May has been Mental Health Awareness month since 1949, and while I often talk about mental health in this monthly blog, it bears mentioning that this blog post mentions trauma and suicide. If you need help, please contact the National Suicide Prevention Hotline at 1-800-273-8255 or text “Home” to 741741.
1. Talk about it
Many folks are afraid to talk about mental health, or more specifically, suicide, because they have the impression that talking about it will lead to more mental turmoil or completion of suicide. This has been proven not to be true. In fact, many people who are suicidal or who are in other emotional distress want to talk but don’t know how to start the conversation. For support systems, helping people who struggle start the conversation can end up being beneficial. However, some may not be ok with discussing their mental health and that must be respected. This is no reason to avoid the topic altogether. Start talking with those who you feel may be struggling this week. Listen with patience and an open heart.
2. Trauma drama
“Why am I so dramatic?” is a question I ask myself many times in a week. It took me a long time to realize that mental health symptoms, racism, white supremacy, bigotry, and “othering” aren’t “drama,” they’re legit stressors on one’s mental well-being. If you’ve survived any type of trauma, triggers can turn your day from average or good into a nightmare you’re wading through just so you can come up for air on the other side. This is not helped by the concept of “trigger” being a buzzword used to describe anything people encounter that they don’t like. Triggers are real, and cause very real distress. This word shouldn’t be used lightly or in a joking manner. So to trauma survivors, no, you are not being “dramatic.” What others deem to be minor can be very major for us, so your equilibrium being off is valid, and it’s ok to not function at 100% all the time. It’s ok to have a red light day where your focus is surviving and taking things one second at a time.
3. In the mood
Mood disorders may be the most well-known of mental health disorders, as they include depression and bipolar disorder. Because of their prevalence, I have no doubt that many people reading know someone who lives with a mood disorder. An estimated 280 million people in the world have depression, according to the World Health Organization. It’s important that we legitimize pervasive feelings of sadness, emptiness, and hopelessness as a medical condition as real as any physical illness. With both depression and bipolar disorder, it’s important not to use these words flippantly, such as, “The weather is so bipolar,” or “My event was cancelled, I’m so depressed.” Inconsiderate use leads to more stigma on top of disorders that are already stigmatized. This week, consider your vocabulary, including the word “crazy” when you’re talking with others.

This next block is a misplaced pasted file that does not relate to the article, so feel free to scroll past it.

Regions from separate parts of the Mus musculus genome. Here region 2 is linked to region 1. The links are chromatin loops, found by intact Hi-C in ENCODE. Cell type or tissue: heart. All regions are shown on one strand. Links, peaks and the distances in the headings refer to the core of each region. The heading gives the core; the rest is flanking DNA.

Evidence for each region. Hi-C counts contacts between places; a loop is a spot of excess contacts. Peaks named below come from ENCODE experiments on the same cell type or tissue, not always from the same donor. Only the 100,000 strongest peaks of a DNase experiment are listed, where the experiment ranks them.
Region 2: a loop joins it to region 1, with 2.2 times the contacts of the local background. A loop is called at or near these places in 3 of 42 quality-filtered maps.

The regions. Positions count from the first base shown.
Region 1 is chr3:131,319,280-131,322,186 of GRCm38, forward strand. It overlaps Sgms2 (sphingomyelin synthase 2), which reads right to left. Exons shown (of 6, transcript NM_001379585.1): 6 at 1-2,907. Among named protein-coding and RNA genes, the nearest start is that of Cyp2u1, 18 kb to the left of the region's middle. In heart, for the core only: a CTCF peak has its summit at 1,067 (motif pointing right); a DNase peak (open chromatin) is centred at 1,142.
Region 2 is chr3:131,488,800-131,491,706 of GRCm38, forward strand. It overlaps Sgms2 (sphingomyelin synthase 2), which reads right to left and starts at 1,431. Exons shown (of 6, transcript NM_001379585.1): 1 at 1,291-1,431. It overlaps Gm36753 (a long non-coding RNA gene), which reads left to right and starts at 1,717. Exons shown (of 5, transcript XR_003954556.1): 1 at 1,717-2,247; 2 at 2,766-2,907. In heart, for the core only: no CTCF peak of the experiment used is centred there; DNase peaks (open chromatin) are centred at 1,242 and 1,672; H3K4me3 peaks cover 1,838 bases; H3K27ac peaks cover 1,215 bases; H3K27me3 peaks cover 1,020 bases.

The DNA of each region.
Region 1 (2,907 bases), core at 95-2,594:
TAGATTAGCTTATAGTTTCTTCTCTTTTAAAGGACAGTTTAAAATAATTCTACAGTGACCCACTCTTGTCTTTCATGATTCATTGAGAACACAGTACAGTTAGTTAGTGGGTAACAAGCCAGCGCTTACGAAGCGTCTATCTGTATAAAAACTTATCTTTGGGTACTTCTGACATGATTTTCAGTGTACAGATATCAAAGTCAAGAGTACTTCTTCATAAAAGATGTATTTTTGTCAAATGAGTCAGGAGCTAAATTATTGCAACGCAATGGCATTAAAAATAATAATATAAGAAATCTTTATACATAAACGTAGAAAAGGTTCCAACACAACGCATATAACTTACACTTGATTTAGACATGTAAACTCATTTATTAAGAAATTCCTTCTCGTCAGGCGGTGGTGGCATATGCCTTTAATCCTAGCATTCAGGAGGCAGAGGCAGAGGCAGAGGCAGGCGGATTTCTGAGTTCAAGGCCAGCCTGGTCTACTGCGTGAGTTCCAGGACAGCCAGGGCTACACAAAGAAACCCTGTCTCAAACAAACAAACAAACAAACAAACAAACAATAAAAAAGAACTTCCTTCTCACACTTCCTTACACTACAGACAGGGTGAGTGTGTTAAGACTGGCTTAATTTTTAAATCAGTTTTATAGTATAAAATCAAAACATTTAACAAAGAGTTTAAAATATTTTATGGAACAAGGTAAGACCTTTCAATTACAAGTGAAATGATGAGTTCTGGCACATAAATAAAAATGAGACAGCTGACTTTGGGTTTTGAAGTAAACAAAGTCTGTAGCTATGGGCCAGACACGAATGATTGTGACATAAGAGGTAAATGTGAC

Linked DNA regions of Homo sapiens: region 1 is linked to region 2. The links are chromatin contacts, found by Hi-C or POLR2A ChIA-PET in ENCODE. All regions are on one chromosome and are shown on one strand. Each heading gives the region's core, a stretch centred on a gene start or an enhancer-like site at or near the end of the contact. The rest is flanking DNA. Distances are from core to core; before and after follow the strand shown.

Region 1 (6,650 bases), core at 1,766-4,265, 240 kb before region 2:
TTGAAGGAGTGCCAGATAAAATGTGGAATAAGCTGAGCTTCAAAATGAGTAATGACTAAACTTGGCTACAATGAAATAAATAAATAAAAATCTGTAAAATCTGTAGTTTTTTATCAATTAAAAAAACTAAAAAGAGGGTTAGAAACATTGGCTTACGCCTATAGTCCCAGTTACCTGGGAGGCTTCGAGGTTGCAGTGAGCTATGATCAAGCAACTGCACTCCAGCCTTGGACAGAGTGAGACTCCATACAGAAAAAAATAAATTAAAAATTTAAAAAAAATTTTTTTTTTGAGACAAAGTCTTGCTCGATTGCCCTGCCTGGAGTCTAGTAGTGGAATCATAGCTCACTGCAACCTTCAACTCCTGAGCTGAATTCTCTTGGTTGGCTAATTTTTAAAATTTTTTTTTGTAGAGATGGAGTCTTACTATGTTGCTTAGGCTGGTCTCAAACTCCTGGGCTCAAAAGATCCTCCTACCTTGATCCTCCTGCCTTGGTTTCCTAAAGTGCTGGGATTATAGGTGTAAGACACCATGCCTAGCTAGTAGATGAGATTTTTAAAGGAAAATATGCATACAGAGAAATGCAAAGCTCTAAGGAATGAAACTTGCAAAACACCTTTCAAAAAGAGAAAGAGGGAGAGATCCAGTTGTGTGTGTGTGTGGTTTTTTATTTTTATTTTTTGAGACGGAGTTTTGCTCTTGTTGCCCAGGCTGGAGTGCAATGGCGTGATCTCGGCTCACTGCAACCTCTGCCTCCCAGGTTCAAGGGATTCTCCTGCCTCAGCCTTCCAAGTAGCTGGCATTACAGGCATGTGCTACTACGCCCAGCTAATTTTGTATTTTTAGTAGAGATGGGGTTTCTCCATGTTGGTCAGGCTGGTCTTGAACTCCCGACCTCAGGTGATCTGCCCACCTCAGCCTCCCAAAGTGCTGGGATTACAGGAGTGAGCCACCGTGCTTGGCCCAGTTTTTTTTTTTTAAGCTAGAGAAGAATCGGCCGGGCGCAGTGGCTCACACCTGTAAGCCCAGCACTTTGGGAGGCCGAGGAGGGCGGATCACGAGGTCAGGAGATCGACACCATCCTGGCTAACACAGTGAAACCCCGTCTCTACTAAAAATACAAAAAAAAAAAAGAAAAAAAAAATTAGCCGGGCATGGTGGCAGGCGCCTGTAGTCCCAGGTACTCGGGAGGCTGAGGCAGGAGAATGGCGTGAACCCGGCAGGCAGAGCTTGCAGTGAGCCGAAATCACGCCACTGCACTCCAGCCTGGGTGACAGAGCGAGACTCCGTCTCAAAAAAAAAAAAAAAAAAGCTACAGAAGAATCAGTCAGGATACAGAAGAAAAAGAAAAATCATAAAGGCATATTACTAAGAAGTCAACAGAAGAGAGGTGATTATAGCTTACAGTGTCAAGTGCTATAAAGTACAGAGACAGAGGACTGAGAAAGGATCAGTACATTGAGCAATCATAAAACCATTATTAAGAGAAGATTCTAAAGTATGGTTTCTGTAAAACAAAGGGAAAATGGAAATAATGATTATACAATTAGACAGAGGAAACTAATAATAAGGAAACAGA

4. If you can’t make serotonin….store bought is fine!
This is controversial depending on whom you talk to, but I cannot say enough good things about finding the right medication for the symptoms you’re experiencing. It takes a long time, it’s tedious, you want to give up, you question efficacy, but one day, for quite a number of individuals, it just works. The hope is that you’ll one day find the right combination of meds, therapies, and self-care that keep you on a more even keel, or upward trajectory. There is NOTHING WRONG with needing to take medication for your mental health, and your lived experience is of infinite worth no matter your point of view on the matter.
Just as there is nothing wrong with needing to take medication, neither is there anything wrong with needing therapy. Many people go to therapy, including people without a diagnosed mental illness. Lots of people appreciate the ability to talk things out and get a fresh perspective on life’s issues. Therapy is not reserved only for people with mental health difficulties. I also realize that by saying this, I have a lot of privilege as I have access to both therapy and medication. This is why it is important to advocate for accessible and affordable mental health care on a city, county, and state level as every single person, mentally ill or not, benefits from services being available to all.
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